During an appearance on Fox News Channel’s “Hannity,” Fox News contributor Karl Rove, the former White House deputy chief of staff for George W. Bush, acknowledged the presidential race between President Donald Trump and Democratic presidential nominee Joe Biden was tightening.
His prescription for Trump to eliminate the divide was to look beyond the Republican base and appeal to more voters.
Well, first of all, it is tightening, and we don’t know exactly how much just yet, because we really do need to have polls that were conducted on Sunday, Monday, Tuesday and Wednesday of this week, so the convention is in the rear-view mirror.
But take a look at this, USA Today in June, they had a 12-point gap for Biden. They have now seven. Quinnipiac had a 15-point gap for Biden in July, now a 10-gap. Hill/Harris had 9 points just before the Democratic Convention, today plus six. Emerson had four points for Biden in July, two points today.
Now, there is one outlier. The Economist/YouGov had 10 before the Democratic Convention, nine after the Democratic Convention, so they actually had Biden going down one, and now it’s 11 today.
But my sense is that the polls have tightened some. But this is like World War I. Any movement is going to be very difficult and very small. But it’s been good movement for the president.
Now, what does he need to do? Look, the president’s base is with him. And no president ever gets elected, nobody ever gets elected president on the basis of their base only.
And so, the president has to continue to do what he did during the Republican convention, and that is make an appeal for a broader group of people, for suburbanites, particularly college-educated women who may like what he’s doing but don’t like how he’s done it, by African-American voters, particularly young black males who say, you know what, when 17, 18, and 19, I actually had better prosperity than I had when Barack Obama was president, and it was because of the policies of Donald Trump.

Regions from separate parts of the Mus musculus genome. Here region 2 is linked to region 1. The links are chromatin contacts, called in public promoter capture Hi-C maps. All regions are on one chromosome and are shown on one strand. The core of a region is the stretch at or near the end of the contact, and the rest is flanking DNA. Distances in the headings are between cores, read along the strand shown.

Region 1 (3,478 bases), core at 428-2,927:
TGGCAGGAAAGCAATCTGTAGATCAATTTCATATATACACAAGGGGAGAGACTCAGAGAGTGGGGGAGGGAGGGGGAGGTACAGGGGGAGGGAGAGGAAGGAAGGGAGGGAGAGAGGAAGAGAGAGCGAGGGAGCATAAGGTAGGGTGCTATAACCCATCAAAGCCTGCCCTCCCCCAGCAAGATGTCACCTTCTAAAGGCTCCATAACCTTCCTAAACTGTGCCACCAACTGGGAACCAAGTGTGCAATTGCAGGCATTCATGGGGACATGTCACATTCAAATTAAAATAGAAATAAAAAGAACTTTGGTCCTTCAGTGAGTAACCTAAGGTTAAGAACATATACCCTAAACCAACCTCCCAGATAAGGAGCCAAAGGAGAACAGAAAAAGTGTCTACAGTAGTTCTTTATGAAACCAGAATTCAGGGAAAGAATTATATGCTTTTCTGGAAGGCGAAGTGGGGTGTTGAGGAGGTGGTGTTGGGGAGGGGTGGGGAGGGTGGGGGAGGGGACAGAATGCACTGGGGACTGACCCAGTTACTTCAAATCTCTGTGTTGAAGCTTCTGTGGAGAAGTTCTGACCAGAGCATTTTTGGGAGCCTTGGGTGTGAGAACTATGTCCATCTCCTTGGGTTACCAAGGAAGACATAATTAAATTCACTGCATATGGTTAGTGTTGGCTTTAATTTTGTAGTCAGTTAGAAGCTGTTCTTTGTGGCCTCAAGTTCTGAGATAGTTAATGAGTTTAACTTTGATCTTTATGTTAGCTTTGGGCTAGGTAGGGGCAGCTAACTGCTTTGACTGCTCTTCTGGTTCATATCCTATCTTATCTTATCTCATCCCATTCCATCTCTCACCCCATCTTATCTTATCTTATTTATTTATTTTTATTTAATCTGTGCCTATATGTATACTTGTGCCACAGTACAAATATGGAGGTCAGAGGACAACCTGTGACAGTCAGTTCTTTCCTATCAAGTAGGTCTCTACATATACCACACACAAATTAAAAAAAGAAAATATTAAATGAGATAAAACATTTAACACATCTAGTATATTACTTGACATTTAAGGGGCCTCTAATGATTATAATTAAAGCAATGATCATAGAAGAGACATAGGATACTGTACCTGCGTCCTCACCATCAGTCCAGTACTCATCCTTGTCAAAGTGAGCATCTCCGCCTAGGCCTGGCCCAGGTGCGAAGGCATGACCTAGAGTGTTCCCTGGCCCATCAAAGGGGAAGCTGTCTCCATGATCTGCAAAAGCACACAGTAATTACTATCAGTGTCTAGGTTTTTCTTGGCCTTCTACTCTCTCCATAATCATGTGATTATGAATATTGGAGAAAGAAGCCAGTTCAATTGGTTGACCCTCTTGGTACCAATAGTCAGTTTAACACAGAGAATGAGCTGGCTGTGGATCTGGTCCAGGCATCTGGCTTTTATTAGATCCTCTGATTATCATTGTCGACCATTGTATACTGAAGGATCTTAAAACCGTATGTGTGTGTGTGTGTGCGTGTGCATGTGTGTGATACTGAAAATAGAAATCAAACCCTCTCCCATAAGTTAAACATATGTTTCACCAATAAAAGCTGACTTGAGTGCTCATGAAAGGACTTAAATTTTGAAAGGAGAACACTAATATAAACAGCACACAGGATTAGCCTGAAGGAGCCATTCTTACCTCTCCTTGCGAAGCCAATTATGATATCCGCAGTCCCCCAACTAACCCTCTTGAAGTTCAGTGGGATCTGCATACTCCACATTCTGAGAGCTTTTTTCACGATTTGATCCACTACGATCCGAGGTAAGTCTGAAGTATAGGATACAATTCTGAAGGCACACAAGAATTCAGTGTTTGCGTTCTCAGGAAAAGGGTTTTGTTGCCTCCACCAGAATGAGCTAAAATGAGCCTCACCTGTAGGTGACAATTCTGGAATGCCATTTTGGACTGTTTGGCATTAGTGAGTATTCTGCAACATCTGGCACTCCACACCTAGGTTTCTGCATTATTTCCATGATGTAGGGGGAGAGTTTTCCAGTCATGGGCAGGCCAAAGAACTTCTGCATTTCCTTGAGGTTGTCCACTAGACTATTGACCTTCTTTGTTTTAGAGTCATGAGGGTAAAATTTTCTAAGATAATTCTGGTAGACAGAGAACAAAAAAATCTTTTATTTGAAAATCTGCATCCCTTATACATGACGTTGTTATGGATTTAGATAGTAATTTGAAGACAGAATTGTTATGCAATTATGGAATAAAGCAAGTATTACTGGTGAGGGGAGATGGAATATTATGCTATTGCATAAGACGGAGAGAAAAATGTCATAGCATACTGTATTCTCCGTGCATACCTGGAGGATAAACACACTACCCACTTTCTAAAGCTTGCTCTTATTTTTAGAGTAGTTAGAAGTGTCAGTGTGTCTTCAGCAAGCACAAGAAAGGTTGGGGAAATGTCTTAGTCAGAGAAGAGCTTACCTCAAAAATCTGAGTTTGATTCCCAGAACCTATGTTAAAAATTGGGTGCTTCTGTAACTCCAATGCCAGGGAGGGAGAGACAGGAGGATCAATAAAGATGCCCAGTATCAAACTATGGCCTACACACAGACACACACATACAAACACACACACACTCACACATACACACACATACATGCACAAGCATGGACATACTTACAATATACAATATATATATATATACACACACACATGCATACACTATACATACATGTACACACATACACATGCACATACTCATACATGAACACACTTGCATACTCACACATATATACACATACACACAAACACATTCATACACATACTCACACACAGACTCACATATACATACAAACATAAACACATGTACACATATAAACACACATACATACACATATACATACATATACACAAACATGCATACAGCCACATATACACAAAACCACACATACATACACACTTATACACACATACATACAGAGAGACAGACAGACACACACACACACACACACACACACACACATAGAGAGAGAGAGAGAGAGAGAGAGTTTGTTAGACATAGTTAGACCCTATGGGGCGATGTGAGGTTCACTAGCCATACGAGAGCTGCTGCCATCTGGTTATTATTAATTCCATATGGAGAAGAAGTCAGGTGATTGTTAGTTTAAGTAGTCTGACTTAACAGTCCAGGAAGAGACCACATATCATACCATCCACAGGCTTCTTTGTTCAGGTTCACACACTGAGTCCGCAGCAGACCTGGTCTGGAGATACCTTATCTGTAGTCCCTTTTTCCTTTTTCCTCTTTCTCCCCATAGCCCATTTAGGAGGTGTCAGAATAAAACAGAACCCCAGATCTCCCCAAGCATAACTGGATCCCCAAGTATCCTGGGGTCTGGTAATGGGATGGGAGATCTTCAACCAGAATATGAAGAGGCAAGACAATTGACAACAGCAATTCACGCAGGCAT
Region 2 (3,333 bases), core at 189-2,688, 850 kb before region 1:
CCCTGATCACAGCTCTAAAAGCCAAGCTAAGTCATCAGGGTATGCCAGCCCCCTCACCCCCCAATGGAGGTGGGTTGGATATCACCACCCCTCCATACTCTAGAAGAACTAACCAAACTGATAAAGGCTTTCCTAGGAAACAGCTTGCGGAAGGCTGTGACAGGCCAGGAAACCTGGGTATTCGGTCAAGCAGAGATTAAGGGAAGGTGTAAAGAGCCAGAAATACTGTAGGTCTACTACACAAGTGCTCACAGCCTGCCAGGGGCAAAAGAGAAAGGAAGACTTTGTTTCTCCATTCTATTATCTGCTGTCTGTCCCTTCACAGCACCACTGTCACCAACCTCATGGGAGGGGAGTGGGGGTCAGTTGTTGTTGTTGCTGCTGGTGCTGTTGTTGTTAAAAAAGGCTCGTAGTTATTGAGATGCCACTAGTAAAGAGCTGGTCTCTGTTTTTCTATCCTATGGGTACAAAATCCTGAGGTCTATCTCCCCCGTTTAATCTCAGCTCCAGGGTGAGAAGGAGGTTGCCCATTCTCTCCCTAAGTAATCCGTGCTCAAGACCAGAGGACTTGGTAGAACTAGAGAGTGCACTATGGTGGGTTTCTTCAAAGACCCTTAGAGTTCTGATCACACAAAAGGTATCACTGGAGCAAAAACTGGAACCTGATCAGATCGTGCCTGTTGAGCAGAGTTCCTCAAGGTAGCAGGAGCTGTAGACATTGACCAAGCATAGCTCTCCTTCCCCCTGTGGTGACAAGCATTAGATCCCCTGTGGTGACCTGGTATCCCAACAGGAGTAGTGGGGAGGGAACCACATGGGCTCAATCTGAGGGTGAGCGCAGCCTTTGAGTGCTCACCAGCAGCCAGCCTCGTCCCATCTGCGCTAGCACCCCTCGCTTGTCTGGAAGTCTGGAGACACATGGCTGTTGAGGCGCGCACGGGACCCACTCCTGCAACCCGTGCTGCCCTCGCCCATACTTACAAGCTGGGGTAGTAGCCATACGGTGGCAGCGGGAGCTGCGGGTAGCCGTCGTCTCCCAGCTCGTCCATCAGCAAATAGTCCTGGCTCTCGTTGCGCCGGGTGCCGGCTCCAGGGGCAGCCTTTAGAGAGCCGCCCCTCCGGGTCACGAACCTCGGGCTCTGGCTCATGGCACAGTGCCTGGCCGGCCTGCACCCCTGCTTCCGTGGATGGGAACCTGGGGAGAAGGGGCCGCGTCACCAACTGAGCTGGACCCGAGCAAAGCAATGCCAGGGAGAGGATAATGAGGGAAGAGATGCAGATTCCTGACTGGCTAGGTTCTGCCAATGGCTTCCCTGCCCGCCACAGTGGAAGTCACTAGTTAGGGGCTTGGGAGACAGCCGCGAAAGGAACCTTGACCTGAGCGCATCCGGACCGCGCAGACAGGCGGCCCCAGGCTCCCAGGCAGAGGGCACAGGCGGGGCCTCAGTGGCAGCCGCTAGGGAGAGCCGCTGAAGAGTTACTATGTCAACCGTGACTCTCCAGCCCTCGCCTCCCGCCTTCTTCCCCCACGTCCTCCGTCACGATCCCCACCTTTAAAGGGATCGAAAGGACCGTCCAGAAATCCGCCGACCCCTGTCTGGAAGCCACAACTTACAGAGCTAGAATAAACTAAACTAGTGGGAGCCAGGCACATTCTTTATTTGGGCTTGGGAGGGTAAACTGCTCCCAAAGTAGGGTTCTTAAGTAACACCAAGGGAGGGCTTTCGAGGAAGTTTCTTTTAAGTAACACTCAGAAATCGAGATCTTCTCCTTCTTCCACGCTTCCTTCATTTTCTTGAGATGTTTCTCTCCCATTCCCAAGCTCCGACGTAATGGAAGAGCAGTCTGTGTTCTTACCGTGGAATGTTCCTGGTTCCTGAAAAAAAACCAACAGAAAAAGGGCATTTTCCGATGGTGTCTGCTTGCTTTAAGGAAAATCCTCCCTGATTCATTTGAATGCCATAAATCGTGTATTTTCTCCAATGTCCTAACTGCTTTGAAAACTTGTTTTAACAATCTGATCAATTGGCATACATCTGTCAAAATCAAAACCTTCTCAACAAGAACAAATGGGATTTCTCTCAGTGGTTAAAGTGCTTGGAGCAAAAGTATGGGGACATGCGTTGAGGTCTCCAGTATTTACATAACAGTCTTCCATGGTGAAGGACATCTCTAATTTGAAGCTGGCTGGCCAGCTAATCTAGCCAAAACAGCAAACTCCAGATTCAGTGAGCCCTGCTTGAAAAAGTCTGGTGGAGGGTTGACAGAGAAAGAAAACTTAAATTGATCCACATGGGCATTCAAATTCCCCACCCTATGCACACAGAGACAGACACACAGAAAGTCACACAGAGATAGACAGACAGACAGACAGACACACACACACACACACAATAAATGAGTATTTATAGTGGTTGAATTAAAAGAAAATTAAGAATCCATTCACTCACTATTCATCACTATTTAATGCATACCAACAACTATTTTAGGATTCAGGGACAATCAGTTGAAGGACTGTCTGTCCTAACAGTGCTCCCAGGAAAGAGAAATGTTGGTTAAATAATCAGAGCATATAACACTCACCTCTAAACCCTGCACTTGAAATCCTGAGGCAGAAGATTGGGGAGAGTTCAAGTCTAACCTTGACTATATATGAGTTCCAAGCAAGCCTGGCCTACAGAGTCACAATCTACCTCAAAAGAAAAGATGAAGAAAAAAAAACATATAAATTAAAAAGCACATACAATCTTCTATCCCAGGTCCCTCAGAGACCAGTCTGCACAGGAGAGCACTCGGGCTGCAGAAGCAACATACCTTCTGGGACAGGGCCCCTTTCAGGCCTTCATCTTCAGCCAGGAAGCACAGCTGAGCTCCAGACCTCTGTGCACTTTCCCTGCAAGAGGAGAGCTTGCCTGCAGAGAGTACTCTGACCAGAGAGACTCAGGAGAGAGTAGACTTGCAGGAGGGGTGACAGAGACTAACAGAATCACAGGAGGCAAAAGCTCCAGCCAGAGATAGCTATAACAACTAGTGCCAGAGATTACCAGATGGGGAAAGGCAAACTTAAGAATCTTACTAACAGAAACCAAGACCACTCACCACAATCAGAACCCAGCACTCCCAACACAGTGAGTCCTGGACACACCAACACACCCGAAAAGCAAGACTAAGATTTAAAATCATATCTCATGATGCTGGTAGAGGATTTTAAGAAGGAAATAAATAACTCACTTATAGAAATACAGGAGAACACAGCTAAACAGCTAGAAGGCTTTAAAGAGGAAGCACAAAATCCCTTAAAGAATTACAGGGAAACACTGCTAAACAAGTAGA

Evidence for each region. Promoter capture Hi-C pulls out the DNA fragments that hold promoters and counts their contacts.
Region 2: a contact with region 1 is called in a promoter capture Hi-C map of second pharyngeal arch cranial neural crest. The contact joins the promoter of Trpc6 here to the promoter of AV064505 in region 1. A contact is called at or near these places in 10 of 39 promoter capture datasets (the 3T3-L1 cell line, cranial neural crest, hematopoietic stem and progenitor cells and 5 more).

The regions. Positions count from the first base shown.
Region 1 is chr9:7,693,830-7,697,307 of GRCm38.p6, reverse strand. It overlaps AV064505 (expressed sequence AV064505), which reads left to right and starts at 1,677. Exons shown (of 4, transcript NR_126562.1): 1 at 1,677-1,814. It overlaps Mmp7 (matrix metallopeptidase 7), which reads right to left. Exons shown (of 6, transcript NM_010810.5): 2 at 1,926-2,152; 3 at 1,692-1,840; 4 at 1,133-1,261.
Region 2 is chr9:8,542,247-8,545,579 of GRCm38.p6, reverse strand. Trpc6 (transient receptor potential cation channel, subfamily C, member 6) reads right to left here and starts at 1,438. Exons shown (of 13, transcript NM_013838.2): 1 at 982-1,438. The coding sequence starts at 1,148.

We saw that in the spring before the coronavirus came on. And then the winner, that that feeling was there among African-American voters. And this is one that’s going to grab you, Latinos. My sense is, looking at the data that I’ve been seeing, that the president has the ability to go from the 28 or 29 that he had in 2016, up to 24, 25, and 26. Again largely because but not exclusively because they felt they got a better economic deal when he was in office.
He’s also got a variety of people in the Latino community who say, you know what, he is standing up for us. He’s standing for law-abiding people who go to church, who go to work, who tried and provide for their families. And he is standing up to keep us safe.
So, you know, he got to keep doing what he started doing in the convention. I thought that was one of the reasons why it was so effective. You know, the first night Herschel Walker, the night that was anchored by your former colleague and very close friend Tim Scott and your former governor, Nikki Haley, I mean, that’s exactly the kind of Republican Party that the American people need to see.